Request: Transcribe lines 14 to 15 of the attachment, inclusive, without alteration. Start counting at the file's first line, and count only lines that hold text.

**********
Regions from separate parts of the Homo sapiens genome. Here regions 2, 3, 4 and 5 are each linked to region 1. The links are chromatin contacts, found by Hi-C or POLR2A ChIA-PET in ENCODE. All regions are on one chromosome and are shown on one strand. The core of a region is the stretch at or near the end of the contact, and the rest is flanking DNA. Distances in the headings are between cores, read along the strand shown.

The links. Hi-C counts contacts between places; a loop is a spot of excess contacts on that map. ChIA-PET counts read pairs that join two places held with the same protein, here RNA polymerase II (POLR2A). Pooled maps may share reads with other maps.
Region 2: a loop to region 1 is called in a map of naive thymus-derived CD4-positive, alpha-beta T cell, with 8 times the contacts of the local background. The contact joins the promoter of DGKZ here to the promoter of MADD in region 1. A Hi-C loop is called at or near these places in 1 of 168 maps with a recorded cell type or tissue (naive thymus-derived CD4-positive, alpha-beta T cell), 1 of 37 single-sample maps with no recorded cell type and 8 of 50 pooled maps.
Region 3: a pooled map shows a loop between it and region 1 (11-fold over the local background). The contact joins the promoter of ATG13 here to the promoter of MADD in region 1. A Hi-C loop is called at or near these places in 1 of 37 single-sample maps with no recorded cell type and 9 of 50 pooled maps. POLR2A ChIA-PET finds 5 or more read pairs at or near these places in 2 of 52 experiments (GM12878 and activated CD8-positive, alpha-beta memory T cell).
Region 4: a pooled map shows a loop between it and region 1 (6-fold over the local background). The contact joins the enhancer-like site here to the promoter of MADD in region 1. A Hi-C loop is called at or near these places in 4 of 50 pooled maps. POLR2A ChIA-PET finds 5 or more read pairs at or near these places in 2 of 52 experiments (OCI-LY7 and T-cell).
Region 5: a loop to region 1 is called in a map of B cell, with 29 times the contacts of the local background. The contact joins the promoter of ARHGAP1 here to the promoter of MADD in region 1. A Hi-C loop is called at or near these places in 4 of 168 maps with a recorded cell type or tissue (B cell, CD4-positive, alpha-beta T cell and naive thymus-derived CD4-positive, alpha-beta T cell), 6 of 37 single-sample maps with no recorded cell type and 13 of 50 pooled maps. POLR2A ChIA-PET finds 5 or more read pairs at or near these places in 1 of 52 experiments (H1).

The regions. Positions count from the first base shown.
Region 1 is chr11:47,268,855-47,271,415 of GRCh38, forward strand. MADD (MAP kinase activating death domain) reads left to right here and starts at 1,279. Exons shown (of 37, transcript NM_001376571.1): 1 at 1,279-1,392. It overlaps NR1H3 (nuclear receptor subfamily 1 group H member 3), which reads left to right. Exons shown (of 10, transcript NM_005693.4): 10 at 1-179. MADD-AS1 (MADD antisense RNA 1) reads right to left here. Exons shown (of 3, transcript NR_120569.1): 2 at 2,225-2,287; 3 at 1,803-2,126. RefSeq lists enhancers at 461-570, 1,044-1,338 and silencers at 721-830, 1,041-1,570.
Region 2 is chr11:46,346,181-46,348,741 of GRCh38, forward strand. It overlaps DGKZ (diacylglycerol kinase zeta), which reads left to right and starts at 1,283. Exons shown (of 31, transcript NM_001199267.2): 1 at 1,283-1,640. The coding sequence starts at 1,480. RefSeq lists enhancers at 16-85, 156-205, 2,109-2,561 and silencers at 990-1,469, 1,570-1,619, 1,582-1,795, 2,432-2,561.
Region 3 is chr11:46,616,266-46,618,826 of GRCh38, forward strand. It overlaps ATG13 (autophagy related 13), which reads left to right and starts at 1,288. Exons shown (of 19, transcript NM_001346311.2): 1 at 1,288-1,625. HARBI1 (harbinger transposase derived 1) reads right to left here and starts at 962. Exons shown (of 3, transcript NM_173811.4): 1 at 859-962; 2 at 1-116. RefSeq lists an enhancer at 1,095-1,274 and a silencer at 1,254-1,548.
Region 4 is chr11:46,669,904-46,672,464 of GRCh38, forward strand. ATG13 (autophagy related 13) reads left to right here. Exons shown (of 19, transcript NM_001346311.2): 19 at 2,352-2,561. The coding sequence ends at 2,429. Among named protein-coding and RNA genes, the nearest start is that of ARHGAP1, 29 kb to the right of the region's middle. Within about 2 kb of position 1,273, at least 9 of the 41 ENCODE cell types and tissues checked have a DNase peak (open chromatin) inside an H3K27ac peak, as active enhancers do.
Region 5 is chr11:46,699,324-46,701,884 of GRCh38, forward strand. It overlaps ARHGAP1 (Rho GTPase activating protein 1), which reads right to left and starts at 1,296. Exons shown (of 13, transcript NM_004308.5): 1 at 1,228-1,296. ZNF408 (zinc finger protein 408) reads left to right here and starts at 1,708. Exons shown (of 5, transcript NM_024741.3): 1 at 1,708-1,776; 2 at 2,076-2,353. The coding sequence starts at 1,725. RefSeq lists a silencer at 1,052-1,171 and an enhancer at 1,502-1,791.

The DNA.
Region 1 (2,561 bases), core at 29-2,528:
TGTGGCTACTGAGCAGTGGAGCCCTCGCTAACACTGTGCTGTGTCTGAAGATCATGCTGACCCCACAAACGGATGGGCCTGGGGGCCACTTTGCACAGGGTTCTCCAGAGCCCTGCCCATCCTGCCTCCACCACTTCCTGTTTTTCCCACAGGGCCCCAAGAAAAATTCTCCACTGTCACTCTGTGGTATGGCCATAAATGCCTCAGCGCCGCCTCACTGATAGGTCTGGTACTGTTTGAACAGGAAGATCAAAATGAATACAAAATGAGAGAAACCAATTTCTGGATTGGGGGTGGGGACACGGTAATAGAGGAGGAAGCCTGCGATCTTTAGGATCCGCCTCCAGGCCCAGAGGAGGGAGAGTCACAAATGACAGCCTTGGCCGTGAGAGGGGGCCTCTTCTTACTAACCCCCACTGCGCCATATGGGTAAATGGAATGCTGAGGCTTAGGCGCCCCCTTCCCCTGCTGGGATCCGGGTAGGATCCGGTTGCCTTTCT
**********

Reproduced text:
Region 1 (2,561 bases), core at 29-2,528:
TGTGGCTACTGAGCAGTGGAGCCCTCGCTAACACTGTGCTGTGTCTGAAGATCATGCTGACCCCACAAACGGATGGGCCTGGGGGCCACTTTGCACAGGGTTCTCCAGAGCCCTGCCCATCCTGCCTCCACCACTTCCTGTTTTTCCCACAGGGCCCCAAGAAAAATTCTCCACTGTCACTCTGTGGTATGGCCATAAATGCCTCAGCGCCGCCTCACTGATAGGTCTGGTACTGTTTGAACAGGAAGATCAAAATGAATACAAAATGAGAGAAACCAATTTCTGGATTGGGGGTGGGGACACGGTAATAGAGGAGGAAGCCTGCGATCTTTAGGATCCGCCTCCAGGCCCAGAGGAGGGAGAGTCACAAATGACAGCCTTGGCCGTGAGAGGGGGCCTCTTCTTACTAACCCCCACTGCGCCATATGGGTAAATGGAATGCTGAGGCTTAGGCGCCCCCTTCCCCTGCTGGGATCCGGGTAGGATCCGGTTGCCTTTCT